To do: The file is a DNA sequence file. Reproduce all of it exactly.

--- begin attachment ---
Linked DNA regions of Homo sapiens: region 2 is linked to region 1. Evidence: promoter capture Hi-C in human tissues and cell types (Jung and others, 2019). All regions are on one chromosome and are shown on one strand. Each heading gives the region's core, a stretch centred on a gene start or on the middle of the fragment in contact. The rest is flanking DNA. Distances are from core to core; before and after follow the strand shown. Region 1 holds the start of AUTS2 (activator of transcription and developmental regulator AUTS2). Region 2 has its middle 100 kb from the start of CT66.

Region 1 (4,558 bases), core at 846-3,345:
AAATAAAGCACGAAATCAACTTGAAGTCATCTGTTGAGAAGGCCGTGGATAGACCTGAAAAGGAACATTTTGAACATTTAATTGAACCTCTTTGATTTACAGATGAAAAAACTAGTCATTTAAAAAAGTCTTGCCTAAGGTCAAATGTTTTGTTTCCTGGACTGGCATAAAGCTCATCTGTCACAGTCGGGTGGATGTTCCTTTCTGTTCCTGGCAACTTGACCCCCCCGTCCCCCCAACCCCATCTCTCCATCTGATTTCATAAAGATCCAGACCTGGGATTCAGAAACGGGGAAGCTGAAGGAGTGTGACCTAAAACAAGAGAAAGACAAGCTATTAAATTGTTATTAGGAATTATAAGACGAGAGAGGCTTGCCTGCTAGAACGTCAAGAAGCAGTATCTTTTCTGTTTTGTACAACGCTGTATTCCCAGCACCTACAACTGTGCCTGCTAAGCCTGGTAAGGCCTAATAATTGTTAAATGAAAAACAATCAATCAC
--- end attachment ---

Linked DNA regions of Homo sapiens: region 2 is linked to region 1. Evidence: promoter capture Hi-C in human tissues and cell types (Jung and others, 2019). All regions are on one chromosome and are shown on one strand. Each heading gives the region's core, a stretch centred on a gene start or on the middle of the fragment in contact. The rest is flanking DNA. Distances are from core to core; before and after follow the strand shown. Region 1 holds the start of AUTS2 (activator of transcription and developmental regulator AUTS2). Region 2 has its middle 100 kb from the start of CT66.

Region 1 (4,558 bases), core at 846-3,345:
AAATAAAGCACGAAATCAACTTGAAGTCATCTGTTGAGAAGGCCGTGGATAGACCTGAAAAGGAACATTTTGAACATTTAATTGAACCTCTTTGATTTACAGATGAAAAAACTAGTCATTTAAAAAAGTCTTGCCTAAGGTCAAATGTTTTGTTTCCTGGACTGGCATAAAGCTCATCTGTCACAGTCGGGTGGATGTTCCTTTCTGTTCCTGGCAACTTGACCCCCCCGTCCCCCCAACCCCATCTCTCCATCTGATTTCATAAAGATCCAGACCTGGGATTCAGAAACGGGGAAGCTGAAGGAGTGTGACCTAAAACAAGAGAAAGACAAGCTATTAAATTGTTATTAGGAATTATAAGACGAGAGAGGCTTGCCTGCTAGAACGTCAAGAAGCAGTATCTTTTCTGTTTTGTACAACGCTGTATTCCCAGCACCTACAACTGTGCCTGCTAAGCCTGGTAAGGCCTAATAATTGTTAAATGAAAAACAATCAATCAC